By Kirk Walden
“But wishing to justify himself, he said to Jesus, ‘And who is my neighbor?’” – Luke 10:29
While doing research for my next book, I was reminded again of the story of baseball Hall of Famer Jackie Robinson, the first African American baseball player of the modern era.
What does this have to do with all of us in the pregnancy help community? More than I imagined.
First, the facts: Brooklyn Dodgers President Branch Rickey signed Robinson to a minor league contract in the fall of 1945. Robinson would play one season (the 1946 season) with the Dodgers' minor league club, the Montreal Royals. Then, Robinson would make his major league debut in April of 1947.
In 1945, there was no written rule against signing black players. It was just "understood" that whites and blacks would be segregated. Blacks would play in the Negro Leagues, whites in the Major and Minor League systems.
As a Christian however, Rickey knew this could not stand. He had to do something. He had witnessed blatant racism in his college days at the turn of the century and had vowed he would do something about it.
Branch Rickey didn't petition Congress. He didn't even argue with owners around the Major Leagues. Instead, knowing there would be major blowback, he vetted a number of possible players and settled on Robinson, signing him to a contract. He reached one person. That's it.
Rickey and Robinson agreed that no matter how many players or fans taunted him, Robinson would not retaliate--for three years. If a pitcher threw at his head, Robinson would do nothing. If a player spiked him on the base paths there would be no response from Robinson.
This experiment worked. In 1947, Robinson was Rookie of the Year and led the Dodgers to the World Series.
Remember, baseball was "America's Pastime" in the 40s. The NFL, now king of sports in the USA, was nothing but an afterthought compared to mighty baseball. For instance, in the 1947 World Series against the Yankees, all seven games were totally sold out and every game was on both radio and TV (even then!).
In contrast, the NFL's championship game was viewed by just 30,000 fans in a half-empty Comiskey Park in Chicago, with only a radio audience.
With baseball so popular at that time, everyone knew Jackie Robinson. They watched his every move and as the season and subsequent seasons took place, Americans became comfortable with integration in this country's most popular entertainment venue, baseball.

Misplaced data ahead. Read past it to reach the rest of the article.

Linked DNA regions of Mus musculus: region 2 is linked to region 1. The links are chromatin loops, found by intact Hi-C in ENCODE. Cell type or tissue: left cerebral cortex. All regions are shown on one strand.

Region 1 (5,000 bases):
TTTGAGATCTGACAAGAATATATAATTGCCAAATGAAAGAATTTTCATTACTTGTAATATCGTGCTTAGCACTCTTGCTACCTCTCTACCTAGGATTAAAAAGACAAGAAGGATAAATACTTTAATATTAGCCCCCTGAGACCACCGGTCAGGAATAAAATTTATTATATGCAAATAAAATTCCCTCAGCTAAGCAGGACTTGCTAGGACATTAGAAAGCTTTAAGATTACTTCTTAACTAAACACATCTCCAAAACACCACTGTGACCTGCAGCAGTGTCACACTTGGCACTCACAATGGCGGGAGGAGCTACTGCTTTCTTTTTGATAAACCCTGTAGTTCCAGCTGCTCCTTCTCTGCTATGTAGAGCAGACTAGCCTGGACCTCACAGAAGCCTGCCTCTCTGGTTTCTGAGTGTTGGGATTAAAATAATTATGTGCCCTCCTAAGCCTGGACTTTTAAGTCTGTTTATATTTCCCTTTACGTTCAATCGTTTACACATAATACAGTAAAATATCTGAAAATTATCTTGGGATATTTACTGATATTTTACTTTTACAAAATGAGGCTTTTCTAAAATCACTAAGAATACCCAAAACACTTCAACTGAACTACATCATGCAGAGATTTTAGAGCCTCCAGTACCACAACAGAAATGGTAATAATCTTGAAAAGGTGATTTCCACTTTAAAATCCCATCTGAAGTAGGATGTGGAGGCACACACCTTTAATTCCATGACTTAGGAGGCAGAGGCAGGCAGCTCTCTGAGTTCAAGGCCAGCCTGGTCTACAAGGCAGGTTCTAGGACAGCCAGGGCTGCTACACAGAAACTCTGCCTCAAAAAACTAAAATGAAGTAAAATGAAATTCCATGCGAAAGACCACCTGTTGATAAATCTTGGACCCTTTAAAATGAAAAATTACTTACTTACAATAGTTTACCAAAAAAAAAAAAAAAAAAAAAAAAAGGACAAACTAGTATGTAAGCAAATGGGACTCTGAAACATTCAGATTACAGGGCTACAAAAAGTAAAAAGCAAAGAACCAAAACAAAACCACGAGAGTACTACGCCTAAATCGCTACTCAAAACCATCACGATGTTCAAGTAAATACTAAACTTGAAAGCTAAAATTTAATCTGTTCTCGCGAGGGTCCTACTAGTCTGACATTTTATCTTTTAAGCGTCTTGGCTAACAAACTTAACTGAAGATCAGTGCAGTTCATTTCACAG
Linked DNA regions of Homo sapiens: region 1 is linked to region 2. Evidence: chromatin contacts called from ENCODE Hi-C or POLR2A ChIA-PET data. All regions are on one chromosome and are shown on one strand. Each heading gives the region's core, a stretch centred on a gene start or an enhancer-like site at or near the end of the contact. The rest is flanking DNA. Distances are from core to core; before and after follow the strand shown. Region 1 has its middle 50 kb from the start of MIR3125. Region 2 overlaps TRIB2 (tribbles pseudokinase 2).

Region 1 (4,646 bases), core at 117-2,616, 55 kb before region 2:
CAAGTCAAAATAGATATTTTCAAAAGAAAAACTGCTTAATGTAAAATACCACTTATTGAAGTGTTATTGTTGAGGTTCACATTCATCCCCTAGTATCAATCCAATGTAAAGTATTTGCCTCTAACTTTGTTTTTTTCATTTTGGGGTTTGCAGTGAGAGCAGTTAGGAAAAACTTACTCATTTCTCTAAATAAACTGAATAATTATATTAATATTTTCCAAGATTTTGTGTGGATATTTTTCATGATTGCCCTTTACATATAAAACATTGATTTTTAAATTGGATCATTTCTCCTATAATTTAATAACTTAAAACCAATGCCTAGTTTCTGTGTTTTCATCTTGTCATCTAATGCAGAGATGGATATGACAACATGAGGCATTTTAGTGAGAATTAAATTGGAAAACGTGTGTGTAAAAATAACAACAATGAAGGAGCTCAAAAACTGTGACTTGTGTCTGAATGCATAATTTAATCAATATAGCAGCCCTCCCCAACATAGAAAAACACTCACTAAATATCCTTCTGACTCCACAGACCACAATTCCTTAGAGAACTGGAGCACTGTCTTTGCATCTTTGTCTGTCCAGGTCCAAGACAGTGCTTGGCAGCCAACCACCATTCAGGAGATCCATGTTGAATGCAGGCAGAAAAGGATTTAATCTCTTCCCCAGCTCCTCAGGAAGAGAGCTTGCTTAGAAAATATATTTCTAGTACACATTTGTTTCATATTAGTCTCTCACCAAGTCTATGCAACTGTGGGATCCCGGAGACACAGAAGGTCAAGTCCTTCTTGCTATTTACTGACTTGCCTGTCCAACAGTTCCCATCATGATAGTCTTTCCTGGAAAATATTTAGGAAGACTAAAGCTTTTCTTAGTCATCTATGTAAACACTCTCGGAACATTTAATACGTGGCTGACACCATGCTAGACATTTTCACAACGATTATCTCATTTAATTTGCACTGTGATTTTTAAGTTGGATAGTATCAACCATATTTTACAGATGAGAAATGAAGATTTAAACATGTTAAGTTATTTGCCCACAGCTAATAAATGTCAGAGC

You want to know what took place after Rickey and Robinson made the courageous decision to integrate baseball?
One year later, President Truman integrated the military.
Seven years later, the US Supreme Court ruled in Brown v Board of Education, integrating public schools.
10 years later, President Eisenhower enforced the Supreme Court's ruling by sending the military into Arkansas to integrate Central High School.
Coincidence? No. Americans had seen with their own eyes that a black ball player was--in reality--no different than a white ball player. Segregationist arguments were blown up through one decision and one player. Soon, the political and judicial leaders followed... Branch Rickey and Jackie Robinson.
In the Pregnancy Help Community, our role is to get on the ground and help that one person, as Rickey did when he opened the door for one person--Jackie Robinson--to play baseball. Rickey was loving his neighbor, believing that color should not separate one from playing the game he loves on the biggest stage.
You know what we do? We reach one person, then we reach another. The world is taking notice. Slowly, but surely, we're seeing a shift in opinions on life as more and more see that an unexpected pregnancy is not the end of the world.
We are changing the culture. Want proof?
I just received a summary of Heartbeat International's Amicus Brief for the U.S. Supreme Court as the justices consider the Mississippi case, Dobbs v Jackon Women's Health Organization.
In the brief, Danielle White, Heartbeat's legal counsel, makes an amazing case for what our work on the ground has accomplished to change the dynamic since the Court handed down its Casey decision in 1992.
Just like Branch Rickey and Jackie Robinson, we've tilled this ground so that our arguments now have tried and true results, proving abortion is no longer "needed," as Casey implied.
If you want real encouragement then, read Danielle's brief here. Pages 10-16 in the PDF file give us the summary. It's well worth your time.
Oh, by the way, if you're wondering whether Danielle White's brief will carry any weight, keep in mind that in the vital NIFLA v Becerra case a couple of years ago, one brief was referred to by the justices in oral arguments. It came from... Danielle White.
Be encouraged. Let's stay the course and love the neighbors who enter our doors each day.
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